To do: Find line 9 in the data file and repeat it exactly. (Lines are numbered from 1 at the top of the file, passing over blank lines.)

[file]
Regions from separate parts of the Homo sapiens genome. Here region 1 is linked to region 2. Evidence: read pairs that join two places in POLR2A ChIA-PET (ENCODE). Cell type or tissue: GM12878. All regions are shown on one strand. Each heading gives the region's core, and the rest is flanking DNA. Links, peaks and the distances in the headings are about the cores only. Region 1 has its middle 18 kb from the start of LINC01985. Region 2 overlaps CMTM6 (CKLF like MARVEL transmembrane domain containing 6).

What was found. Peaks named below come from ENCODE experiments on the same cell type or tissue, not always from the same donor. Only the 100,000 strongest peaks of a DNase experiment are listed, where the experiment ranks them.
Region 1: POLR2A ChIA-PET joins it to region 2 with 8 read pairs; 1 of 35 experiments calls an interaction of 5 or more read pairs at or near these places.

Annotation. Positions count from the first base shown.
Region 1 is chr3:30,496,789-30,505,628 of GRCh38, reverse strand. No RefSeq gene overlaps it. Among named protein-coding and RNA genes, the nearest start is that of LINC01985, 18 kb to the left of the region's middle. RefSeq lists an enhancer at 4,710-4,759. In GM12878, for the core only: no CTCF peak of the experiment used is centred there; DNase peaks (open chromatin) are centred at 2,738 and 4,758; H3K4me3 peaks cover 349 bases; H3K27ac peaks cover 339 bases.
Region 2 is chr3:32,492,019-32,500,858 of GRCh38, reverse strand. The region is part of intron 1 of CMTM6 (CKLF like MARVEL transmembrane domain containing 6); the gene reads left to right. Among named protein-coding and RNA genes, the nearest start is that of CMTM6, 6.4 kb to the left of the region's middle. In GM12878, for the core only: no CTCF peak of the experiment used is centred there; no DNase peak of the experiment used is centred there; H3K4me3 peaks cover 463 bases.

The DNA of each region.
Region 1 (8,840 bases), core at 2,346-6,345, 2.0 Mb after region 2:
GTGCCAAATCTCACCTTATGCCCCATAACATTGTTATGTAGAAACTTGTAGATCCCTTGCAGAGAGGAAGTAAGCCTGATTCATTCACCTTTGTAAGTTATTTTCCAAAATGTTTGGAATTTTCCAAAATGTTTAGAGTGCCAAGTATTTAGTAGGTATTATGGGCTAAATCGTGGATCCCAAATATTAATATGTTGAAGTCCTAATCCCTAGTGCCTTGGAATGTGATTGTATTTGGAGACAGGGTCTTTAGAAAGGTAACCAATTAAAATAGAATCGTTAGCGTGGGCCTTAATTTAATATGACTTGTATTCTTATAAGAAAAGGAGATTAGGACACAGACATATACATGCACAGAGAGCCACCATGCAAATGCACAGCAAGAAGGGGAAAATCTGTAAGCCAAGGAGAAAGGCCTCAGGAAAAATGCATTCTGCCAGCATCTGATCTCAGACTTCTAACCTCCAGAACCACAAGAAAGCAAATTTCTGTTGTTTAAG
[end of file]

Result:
GTGCCAAATCTCACCTTATGCCCCATAACATTGTTATGTAGAAACTTGTAGATCCCTTGCAGAGAGGAAGTAAGCCTGATTCATTCACCTTTGTAAGTTATTTTCCAAAATGTTTGGAATTTTCCAAAATGTTTAGAGTGCCAAGTATTTAGTAGGTATTATGGGCTAAATCGTGGATCCCAAATATTAATATGTTGAAGTCCTAATCCCTAGTGCCTTGGAATGTGATTGTATTTGGAGACAGGGTCTTTAGAAAGGTAACCAATTAAAATAGAATCGTTAGCGTGGGCCTTAATTTAATATGACTTGTATTCTTATAAGAAAAGGAGATTAGGACACAGACATATACATGCACAGAGAGCCACCATGCAAATGCACAGCAAGAAGGGGAAAATCTGTAAGCCAAGGAGAAAGGCCTCAGGAAAAATGCATTCTGCCAGCATCTGATCTCAGACTTCTAACCTCCAGAACCACAAGAAAGCAAATTTCTGTTGTTTAAG